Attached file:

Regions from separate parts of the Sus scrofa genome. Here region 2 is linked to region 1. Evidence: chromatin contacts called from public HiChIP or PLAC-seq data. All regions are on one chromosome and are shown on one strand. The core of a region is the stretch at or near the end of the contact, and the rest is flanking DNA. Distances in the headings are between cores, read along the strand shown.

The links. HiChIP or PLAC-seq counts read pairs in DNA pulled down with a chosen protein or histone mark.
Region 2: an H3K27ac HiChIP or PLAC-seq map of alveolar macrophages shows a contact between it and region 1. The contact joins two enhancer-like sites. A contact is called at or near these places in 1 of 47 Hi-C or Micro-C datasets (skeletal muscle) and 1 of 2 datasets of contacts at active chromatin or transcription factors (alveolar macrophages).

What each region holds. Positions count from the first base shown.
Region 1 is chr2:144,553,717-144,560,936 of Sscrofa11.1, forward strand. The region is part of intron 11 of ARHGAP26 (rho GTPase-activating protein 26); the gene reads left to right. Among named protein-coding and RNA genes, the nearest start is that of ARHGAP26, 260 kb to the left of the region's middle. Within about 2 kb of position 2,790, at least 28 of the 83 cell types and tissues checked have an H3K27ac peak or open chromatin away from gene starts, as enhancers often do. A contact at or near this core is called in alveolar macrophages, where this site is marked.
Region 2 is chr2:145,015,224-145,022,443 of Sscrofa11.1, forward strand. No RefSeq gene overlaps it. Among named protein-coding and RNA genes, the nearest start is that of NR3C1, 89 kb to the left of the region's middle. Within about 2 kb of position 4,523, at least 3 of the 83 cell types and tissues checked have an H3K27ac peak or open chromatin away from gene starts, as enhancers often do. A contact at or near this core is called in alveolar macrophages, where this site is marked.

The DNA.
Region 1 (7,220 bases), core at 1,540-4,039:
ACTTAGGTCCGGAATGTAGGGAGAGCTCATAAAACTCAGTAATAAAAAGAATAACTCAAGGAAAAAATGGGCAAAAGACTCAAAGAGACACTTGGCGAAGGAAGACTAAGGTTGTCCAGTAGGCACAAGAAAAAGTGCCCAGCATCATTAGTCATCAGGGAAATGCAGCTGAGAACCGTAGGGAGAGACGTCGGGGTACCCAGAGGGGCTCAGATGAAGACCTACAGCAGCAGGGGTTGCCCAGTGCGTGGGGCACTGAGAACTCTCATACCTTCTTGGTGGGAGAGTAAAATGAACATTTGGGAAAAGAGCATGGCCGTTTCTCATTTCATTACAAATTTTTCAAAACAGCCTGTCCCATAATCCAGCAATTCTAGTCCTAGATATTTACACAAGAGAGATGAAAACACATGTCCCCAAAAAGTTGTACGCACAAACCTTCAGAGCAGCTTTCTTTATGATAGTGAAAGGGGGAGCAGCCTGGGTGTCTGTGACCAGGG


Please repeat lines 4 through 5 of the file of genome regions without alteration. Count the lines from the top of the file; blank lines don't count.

What each region holds. Positions count from the first base shown.
Region 1 is chr2:144,553,717-144,560,936 of Sscrofa11.1, forward strand. The region is part of intron 11 of ARHGAP26 (rho GTPase-activating protein 26); the gene reads left to right. Among named protein-coding and RNA genes, the nearest start is that of ARHGAP26, 260 kb to the left of the region's middle. Within about 2 kb of position 2,790, at least 28 of the 83 cell types and tissues checked have an H3K27ac peak or open chromatin away from gene starts, as enhancers often do. A contact at or near this core is called in alveolar macrophages, where this site is marked.